Jan 6, 2015 | By Alec

We sometimes come across gigantic 3D printing projects that send your imagination racing, but these generally involve an equally large 3D printer. Just this week we’ve seen an actual lawnmower being printed with a garage-filling machine. Seeing those contraptions and then glancing towards your own desktop FDM printer can be a bit of a dream shattering experience.

But don’t let the size of your print bed rule your artistic ambitions! That is exactly what the Canadian-born modern artist Jonathan Brand, who is based in New York and Connecticut, has proven with a recent project. Armed with a regular Ultimaker 3D printer as his brush, he has produced an absolutely stunning life-sized replica of a 1972 Honda CB500 motorcycle. While it doesn’t contain a motor and can’t actually be ridden, ever part that is supposed to move on an actual motorcycle even moves on this fantastic creation.

Jonathan decided to make this gorgeous replica as he always dreamed of owning one, but he never had the means or opportunity to buy an actual one. ‘The motorcycle came about because I always wanted to own a motorcycle, but life circumstances always got in the way.’ He said. His recent attempt to purchase one was thwarted by the birth of his son, so he eventually turned to 3D printing.

As Jonathan explained, he was hardly a 3D printing expert when he began working on this project. ‘I didn’t start 3D printing until about three years ago. And then shortly after I came up with idea of 3D printing a full, life-sized motorcycle.’ He said. He got in touch with Ultimaker, who provided him with the means to produce this stunning creation.

He specifically chose them because they were one of the most innovative 3D printing companies at the time. ‘ What originally interested me with Ultimaker is that at the time, when I contacted them two years ago, it had the biggest build volume and fasted printing ability. It’s open source, so users have uploaded custom parts to the printers or all the source files for the printer is online, allowing me to design and engineer my own parts for it. […] I was able to highly customize the printer for my own output.’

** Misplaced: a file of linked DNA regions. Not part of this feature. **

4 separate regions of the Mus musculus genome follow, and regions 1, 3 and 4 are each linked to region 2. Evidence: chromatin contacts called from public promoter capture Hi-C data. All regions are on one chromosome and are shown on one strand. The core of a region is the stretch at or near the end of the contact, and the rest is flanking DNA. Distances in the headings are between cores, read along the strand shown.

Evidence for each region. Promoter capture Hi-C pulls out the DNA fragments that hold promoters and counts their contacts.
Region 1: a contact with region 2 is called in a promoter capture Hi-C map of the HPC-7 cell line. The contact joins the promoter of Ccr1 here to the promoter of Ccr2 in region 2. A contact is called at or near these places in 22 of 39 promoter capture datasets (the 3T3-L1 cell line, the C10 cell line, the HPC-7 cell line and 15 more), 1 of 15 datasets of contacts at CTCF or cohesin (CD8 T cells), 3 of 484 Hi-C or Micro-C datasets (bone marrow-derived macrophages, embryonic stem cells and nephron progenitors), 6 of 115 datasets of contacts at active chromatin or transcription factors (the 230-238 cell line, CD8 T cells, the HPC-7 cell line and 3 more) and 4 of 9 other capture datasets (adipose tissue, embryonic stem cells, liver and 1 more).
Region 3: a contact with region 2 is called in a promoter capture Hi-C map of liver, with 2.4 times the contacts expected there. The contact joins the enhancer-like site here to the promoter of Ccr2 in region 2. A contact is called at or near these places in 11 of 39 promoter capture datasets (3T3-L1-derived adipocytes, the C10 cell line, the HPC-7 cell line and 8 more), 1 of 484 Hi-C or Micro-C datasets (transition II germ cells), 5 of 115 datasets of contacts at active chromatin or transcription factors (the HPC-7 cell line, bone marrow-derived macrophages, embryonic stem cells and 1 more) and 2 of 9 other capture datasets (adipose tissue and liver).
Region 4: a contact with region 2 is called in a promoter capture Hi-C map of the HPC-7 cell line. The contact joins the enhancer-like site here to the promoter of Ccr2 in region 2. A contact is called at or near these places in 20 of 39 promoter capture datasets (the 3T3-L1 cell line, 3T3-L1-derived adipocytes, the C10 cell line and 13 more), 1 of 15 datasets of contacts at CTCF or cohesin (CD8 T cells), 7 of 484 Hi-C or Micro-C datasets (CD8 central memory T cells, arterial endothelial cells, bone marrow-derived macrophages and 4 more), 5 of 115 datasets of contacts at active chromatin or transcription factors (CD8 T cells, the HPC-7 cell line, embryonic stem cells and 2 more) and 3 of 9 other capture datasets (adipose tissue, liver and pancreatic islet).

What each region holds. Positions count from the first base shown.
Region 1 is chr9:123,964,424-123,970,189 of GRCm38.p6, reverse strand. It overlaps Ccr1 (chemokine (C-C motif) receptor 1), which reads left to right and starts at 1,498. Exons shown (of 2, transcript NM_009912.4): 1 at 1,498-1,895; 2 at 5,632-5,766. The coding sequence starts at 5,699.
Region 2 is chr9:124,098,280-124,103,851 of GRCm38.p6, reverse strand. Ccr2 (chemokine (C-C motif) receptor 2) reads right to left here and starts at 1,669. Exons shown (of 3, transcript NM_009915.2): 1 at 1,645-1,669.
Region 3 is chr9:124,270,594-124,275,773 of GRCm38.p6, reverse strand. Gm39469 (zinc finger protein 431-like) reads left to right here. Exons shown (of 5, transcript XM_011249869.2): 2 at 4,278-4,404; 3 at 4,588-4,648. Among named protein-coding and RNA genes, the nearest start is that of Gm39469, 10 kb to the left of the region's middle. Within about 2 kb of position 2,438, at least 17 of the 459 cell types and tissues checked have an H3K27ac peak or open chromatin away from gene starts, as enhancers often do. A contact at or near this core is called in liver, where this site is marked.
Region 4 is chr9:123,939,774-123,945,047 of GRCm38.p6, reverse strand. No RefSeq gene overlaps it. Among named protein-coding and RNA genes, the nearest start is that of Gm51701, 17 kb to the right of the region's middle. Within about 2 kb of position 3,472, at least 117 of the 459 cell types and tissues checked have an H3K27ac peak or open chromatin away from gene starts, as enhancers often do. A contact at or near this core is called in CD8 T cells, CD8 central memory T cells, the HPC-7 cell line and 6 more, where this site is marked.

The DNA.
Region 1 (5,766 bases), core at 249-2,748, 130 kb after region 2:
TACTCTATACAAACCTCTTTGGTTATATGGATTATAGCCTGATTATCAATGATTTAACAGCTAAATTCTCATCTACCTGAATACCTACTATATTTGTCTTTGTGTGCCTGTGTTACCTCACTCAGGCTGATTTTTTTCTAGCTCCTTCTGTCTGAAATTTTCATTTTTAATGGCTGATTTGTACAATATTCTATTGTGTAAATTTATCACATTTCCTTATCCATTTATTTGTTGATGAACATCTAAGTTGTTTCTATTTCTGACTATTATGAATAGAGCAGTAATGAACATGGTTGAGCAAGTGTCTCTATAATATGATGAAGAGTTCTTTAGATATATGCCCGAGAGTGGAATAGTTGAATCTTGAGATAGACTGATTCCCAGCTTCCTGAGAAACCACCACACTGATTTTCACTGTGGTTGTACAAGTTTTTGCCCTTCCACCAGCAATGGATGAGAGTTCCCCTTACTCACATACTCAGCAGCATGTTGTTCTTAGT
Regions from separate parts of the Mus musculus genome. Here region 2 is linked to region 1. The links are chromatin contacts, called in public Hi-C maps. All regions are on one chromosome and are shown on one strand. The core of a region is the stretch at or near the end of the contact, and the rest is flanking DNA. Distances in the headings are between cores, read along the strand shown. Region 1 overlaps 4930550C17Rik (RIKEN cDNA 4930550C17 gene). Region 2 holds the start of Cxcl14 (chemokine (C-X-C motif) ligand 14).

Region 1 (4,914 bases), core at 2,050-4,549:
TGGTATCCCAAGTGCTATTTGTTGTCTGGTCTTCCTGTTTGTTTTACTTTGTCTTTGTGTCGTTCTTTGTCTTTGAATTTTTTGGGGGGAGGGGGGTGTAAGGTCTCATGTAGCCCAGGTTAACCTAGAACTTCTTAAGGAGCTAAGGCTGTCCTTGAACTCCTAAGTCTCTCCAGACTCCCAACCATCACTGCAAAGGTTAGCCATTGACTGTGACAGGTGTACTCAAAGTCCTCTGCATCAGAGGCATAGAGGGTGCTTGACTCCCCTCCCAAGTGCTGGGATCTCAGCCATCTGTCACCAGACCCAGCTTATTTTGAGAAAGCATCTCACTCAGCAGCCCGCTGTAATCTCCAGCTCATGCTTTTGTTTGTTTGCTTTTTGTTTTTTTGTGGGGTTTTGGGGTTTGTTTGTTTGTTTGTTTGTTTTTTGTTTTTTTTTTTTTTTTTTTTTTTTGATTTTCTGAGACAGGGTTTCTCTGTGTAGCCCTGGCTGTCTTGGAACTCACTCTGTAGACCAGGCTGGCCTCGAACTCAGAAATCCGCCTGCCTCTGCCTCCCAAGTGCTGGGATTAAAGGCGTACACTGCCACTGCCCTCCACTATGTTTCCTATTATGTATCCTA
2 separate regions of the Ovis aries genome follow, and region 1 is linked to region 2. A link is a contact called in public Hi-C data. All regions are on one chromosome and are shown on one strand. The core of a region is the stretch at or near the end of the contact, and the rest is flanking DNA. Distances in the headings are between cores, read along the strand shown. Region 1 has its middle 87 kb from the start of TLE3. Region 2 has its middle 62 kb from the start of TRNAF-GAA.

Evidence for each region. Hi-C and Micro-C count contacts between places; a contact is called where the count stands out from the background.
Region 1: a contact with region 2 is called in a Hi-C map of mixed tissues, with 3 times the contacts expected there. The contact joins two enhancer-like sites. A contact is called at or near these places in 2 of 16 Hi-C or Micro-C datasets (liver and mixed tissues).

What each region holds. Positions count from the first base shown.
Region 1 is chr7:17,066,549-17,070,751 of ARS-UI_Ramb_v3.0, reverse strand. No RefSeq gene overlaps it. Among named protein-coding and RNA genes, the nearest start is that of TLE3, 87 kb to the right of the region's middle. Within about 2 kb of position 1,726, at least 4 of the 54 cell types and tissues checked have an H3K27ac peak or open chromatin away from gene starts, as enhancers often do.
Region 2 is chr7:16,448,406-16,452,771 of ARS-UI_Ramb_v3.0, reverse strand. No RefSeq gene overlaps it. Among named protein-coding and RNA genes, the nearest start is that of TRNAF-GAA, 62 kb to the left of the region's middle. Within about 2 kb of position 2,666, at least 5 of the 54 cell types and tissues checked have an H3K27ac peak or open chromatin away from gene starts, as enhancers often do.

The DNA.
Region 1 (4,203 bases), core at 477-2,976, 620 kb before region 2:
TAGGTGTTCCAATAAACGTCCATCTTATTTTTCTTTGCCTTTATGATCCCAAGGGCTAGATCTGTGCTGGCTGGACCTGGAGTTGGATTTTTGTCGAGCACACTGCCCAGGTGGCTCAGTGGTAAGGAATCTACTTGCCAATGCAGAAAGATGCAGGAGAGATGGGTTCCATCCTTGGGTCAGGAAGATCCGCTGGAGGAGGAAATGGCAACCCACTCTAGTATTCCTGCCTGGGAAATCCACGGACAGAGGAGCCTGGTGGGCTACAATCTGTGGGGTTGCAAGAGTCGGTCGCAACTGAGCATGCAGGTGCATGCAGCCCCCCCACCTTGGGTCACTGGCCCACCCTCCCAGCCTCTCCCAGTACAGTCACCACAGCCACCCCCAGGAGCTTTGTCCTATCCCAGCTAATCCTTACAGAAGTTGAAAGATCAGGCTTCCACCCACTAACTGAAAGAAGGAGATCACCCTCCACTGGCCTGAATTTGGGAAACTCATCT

Jonathan explained that the printing process largely consisted of designing and 3D printing hundreds of thin sheets of PLA shapes. ‘Everything is printed really really thin, so that it retains its transparency. To do that, it required printing these really large prints that take a long time to print.'

Every section is approximately just a millimetre thick, and have been carefully welded (or melted) together. This means the whole motorcycle is quite vulnerable, but this level of thinness was necessary to safeguard its translucency. Even at this thickness, however, the motorcycle consumed approximately 18 kilograms of PLA filament.

So who says that the size of your print bed determines the size of the objects you make? Even a regular desktop printer can be used to make a 82 x 32 x 50 inch motorcycle.

Posted in 3D Printing Applications


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Nick Gordon wrote at 12/22/2016 8:49:01 PM:

It's a CB750 Honda

a chill bro wrote at 1/12/2016 3:18:34 PM:

cool bike bro

Morgan Freeman wrote at 1/11/2016 8:57:44 PM:


Herp Derp-JOhnson wrote at 1/11/2016 8:57:16 PM:


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